Wednesday, August 22, 2012

What the Dog Smelled

Outside Hockey Rink, Wellesley, MA

I've always been fascinated with smell.  I'm not alone.  Look at the millions of people who wear perfume and cologne.  Smells touch more than our noses, they put imprints on our memory.  If a woman walks by wearing Tea Rose, it reminds me of my mother.  If someone is wearing Polo for Men, Mike D instantly flashes into my mind.  You could smell Mike down the hall in high school.  He's since toned it down.  When I walk into the Boston Garden for Bruins games, I'm overwhelmed by the smell of Dunkin Donuts Coffee brewing inside of North Station.  

The picture above sparks so many memories.  The dog is on a stoop outside of the Babson Skating Center in Wellesley, MA.  Hockey practice had just finished and several players were hanging out on the stoop with their oversized bags slung over their shoulders.  The dog was in smell heaven even though the players stunk to high heaven.  I know this because I play the game and cover the Boston Bruins for a living.  Most locker rooms smell like sweaty athletes, whatever that means.  But there's no smell like a hockey locker room--and nothing smells worse than the inside of hockey gloves.  Hours after you play, shower and scrub, hockey is still on your hands.  And as we know dogs will bury their noses in just about anything.


Were it not for noses, Follow the Dog Home would not have been the book that it eventually became.  Beverly's nose (seen above) led us back to the place where our journey with family dogs started 70 years earlier.  Dee Dee's nose led her to a skunk spraying which fouled the noses of family members, readers and especially Dee Dee (seen below watching over family).  The point is where there are smells, there are tells; stories to be told--whether it's a book, or another dog on a stoop somewhere else.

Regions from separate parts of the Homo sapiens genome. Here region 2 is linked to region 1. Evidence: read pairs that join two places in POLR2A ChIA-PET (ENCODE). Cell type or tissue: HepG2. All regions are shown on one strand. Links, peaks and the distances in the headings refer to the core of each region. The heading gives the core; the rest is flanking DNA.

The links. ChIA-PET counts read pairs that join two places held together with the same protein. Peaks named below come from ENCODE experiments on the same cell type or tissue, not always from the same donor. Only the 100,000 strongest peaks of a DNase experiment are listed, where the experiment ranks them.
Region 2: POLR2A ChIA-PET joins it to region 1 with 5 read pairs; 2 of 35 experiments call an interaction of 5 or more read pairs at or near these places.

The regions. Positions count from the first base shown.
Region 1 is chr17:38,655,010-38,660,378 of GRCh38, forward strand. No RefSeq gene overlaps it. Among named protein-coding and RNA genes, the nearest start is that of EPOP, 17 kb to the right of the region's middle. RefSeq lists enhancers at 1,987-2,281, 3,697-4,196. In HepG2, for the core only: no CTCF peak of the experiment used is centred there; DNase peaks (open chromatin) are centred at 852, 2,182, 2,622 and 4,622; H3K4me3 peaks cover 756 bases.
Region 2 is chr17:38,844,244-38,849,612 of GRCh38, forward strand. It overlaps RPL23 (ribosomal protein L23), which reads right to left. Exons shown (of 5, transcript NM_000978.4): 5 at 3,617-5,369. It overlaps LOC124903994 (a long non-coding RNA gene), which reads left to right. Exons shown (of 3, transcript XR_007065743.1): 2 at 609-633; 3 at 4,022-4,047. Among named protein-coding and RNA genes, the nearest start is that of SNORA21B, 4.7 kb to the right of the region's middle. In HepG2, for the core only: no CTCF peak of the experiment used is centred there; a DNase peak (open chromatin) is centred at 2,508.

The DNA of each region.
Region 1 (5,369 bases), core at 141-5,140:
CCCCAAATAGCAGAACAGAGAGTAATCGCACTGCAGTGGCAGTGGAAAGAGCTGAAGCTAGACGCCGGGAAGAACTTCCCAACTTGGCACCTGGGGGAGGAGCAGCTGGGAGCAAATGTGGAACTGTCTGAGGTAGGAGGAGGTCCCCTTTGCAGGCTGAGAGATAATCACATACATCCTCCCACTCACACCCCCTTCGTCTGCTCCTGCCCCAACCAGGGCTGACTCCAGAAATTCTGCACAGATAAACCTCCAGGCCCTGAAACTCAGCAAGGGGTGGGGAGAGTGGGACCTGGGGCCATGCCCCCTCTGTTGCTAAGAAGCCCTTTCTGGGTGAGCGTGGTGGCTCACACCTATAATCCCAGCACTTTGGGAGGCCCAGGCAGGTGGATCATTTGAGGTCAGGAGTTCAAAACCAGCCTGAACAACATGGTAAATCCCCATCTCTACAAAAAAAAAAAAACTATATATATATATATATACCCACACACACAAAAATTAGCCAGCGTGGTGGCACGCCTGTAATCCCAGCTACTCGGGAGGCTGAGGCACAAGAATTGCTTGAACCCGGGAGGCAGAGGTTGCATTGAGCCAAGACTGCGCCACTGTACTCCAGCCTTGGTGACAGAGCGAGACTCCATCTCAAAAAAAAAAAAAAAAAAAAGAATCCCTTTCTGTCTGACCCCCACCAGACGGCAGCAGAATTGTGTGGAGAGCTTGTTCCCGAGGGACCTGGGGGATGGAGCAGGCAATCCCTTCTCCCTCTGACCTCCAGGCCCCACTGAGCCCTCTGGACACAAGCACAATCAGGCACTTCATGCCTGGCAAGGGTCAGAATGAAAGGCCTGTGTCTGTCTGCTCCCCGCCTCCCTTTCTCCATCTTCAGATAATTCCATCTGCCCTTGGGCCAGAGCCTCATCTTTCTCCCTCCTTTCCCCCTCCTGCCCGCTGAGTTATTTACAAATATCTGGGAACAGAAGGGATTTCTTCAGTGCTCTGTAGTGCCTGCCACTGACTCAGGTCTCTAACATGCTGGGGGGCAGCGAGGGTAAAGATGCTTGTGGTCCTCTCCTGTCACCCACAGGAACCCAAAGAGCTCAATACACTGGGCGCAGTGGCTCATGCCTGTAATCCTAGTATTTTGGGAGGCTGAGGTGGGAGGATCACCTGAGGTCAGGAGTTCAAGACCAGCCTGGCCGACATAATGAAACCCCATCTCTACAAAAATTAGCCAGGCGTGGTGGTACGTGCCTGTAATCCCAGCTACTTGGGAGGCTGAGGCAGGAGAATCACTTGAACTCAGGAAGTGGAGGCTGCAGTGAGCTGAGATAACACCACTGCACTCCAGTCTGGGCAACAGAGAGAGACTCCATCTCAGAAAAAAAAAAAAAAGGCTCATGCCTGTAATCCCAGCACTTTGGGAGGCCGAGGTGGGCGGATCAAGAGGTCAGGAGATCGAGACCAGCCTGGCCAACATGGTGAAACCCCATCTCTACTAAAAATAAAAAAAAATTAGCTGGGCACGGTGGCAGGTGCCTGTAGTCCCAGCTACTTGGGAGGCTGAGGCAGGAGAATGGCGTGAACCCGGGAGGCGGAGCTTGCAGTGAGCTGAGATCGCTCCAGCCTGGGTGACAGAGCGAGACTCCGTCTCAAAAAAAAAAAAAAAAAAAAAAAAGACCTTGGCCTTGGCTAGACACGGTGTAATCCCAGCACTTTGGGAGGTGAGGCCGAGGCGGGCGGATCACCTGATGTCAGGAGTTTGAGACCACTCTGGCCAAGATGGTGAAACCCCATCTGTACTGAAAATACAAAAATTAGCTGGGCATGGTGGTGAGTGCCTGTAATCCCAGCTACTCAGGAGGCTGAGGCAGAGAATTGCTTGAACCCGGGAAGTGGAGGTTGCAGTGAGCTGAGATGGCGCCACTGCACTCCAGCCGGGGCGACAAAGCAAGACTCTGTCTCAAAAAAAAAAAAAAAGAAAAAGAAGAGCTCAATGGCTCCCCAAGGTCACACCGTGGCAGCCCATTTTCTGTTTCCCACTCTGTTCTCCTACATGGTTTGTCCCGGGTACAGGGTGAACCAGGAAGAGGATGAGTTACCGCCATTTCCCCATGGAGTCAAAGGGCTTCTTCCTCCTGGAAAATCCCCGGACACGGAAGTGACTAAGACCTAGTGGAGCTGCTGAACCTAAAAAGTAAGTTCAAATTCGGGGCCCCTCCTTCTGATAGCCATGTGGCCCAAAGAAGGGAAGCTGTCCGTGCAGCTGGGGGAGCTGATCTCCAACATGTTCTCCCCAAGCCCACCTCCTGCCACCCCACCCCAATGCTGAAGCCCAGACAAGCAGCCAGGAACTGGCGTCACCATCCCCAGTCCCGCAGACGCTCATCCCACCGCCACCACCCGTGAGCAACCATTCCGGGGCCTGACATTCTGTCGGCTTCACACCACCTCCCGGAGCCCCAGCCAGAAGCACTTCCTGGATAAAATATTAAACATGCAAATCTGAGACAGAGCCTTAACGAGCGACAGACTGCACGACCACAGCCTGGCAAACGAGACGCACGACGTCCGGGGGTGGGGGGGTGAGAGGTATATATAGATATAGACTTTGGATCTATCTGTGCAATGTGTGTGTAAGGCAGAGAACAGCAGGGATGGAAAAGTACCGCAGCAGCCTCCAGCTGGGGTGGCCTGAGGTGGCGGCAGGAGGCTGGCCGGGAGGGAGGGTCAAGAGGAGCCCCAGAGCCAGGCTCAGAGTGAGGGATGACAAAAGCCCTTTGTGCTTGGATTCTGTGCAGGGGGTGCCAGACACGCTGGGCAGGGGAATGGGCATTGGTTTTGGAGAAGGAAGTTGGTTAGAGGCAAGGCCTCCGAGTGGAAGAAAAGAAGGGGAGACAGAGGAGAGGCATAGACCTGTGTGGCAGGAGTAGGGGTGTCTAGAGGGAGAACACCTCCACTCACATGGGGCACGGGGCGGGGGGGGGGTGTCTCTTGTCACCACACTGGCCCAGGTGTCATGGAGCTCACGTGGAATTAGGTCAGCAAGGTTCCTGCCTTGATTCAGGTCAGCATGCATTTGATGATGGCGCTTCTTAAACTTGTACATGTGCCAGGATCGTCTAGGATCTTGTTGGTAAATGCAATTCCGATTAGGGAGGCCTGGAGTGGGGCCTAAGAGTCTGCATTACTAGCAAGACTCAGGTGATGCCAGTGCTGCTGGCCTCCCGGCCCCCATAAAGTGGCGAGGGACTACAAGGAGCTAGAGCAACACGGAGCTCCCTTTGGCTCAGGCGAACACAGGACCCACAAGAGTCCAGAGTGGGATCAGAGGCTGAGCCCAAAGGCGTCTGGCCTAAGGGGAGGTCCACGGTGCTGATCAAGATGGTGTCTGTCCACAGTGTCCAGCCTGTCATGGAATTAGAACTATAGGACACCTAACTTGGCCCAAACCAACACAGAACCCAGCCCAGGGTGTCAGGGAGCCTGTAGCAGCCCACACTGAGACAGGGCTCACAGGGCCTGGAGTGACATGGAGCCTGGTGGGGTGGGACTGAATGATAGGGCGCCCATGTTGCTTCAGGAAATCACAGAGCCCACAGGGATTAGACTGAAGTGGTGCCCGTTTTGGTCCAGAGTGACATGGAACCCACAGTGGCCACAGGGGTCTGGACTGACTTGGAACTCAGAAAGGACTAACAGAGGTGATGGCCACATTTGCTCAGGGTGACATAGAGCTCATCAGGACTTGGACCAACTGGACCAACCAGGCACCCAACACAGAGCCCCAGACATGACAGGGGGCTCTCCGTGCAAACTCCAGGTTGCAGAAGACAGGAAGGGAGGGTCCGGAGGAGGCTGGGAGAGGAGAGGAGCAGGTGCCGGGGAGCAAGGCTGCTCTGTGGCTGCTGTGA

Saturday, August 4, 2012

If Not For a Dog's Nose

Follow Dog Home coauthor Samantha Walsh with Beverly

Three years ago this week, on the first Saturday of August, Beverly led us back to the exact place where our journey with dogs began.  Were it not for her nose, who knows if we have all that we do today?  By that I mean a critically acclaimed book, a Facebook page with nearly 8,000 fans, and the validation of the family dog as something greater than the family pet.

To bring you up to speed:  I moved my family to Wellesley, Massachusetts in August 2009.  I took my German Shepherd, Beverly, for a walk down Atwood Street, and she started sniffing around a particular property.  Prior to our arrival in town we'd never been to Wellesley, nor did we know anyone who had lived there.  Return trips to Atwood Street yielded greater curiosity from Beverly's nose, and it piqued my curiosity too.  It turns out the house in particular was briefly my Dad's childhood home.  The discovery of an photo confirmed it.  Dad never knew he lived there.  Neither did we.  Beverly might have known, but who can say for sure?

Walshes return to Atwood Street, 2011.  Left to right: Beverly (dog), Kevin, Bob, Amanda, Jean and Samantha. Annie is the Corgi on Bob and Jean's laps.

Walshes at Atwood Street, 1941.  (Foreground) Dee Dee.  Left to right (back): Elizabeth and Marie Beth (Walsh) Hall.  Elizabeth is holding Bob, Marie Beth is holding Bob's twin, Dick.  Bob is sitting on the exact same spot 70 years apart. 

We went back to the homestead with the blessing of the homeowner, and plunked Dad down on the  front stoop.  We really had come full circle to the place where it all started some 70 years ago.  Dad has seen five wars, and raised 17 dogs with his children and his children's children.  So much has changed.  But one thing never did--a dog's place in the family.  It is the one and only constant in life that we know.  And we wouldn't want it any other way.